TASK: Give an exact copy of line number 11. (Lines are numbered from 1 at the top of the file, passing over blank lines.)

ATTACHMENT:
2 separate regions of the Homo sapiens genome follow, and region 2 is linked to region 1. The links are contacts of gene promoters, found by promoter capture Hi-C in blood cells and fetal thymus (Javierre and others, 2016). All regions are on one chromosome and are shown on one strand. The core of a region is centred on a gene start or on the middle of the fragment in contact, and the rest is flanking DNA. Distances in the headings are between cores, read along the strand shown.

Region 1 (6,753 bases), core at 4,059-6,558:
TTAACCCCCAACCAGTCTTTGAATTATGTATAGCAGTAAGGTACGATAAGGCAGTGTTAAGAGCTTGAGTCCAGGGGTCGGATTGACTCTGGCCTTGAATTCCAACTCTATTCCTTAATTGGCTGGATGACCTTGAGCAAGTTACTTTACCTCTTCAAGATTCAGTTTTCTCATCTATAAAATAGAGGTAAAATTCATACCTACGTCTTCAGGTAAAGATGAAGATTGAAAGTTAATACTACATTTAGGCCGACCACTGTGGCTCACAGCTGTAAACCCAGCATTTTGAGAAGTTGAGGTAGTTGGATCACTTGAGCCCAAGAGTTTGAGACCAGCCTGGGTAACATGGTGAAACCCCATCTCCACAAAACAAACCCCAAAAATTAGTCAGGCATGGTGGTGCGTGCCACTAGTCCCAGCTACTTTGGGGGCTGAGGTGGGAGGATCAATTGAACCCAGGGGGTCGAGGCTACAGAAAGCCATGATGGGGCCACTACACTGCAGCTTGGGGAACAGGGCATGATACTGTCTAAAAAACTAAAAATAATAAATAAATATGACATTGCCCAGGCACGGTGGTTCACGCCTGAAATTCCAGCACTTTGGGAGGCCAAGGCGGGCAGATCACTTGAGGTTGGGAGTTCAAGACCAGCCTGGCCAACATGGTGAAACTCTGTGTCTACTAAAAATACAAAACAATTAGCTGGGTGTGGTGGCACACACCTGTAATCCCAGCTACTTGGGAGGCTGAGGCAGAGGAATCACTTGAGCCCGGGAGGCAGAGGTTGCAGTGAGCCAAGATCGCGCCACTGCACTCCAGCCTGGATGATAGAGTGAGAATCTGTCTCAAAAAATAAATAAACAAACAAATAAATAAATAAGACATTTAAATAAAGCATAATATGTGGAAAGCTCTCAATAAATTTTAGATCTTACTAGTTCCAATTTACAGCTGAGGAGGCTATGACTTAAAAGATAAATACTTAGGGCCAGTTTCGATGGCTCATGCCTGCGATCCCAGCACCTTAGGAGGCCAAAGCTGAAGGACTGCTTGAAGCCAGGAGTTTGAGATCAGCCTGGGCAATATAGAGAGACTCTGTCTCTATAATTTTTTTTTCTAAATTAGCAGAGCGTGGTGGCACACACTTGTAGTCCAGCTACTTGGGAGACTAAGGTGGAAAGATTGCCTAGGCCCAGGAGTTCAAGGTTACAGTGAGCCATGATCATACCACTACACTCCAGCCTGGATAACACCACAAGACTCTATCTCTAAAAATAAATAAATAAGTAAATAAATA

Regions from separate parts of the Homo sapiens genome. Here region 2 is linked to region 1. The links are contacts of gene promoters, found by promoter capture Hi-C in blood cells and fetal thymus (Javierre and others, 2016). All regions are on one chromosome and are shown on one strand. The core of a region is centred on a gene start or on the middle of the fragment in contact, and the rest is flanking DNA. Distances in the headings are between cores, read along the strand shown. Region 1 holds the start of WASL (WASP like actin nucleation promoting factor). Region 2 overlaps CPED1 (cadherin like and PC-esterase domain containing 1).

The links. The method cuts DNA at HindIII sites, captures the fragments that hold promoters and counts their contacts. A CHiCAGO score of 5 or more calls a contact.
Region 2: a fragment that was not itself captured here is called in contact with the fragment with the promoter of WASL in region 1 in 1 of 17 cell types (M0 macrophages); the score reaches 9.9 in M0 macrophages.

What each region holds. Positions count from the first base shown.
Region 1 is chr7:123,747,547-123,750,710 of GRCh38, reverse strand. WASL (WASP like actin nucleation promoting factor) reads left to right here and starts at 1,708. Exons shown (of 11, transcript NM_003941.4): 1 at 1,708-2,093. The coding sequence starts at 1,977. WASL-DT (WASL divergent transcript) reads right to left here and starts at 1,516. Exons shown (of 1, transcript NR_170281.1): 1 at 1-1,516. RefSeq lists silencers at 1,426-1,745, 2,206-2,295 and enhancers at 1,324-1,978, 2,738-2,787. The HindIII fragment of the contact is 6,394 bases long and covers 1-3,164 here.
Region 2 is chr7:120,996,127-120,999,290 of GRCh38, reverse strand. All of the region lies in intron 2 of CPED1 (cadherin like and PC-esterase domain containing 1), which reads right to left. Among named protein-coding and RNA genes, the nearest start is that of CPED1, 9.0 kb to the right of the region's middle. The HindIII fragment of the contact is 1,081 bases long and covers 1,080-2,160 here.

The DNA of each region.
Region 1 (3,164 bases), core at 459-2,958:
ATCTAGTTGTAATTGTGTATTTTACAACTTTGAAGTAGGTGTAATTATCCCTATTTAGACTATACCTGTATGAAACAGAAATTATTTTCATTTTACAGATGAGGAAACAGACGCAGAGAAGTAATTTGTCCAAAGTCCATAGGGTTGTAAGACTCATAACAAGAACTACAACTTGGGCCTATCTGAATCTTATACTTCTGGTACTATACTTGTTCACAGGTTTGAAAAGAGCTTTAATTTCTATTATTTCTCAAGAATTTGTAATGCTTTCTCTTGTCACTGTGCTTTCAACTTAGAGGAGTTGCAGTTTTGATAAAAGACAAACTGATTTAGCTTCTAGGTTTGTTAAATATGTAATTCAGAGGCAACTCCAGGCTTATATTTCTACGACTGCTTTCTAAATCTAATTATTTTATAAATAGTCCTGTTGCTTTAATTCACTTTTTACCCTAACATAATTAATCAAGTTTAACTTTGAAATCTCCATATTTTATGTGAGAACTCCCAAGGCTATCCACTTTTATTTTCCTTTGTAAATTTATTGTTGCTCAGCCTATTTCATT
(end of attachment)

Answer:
Region 1 (3,164 bases), core at 459-2,958: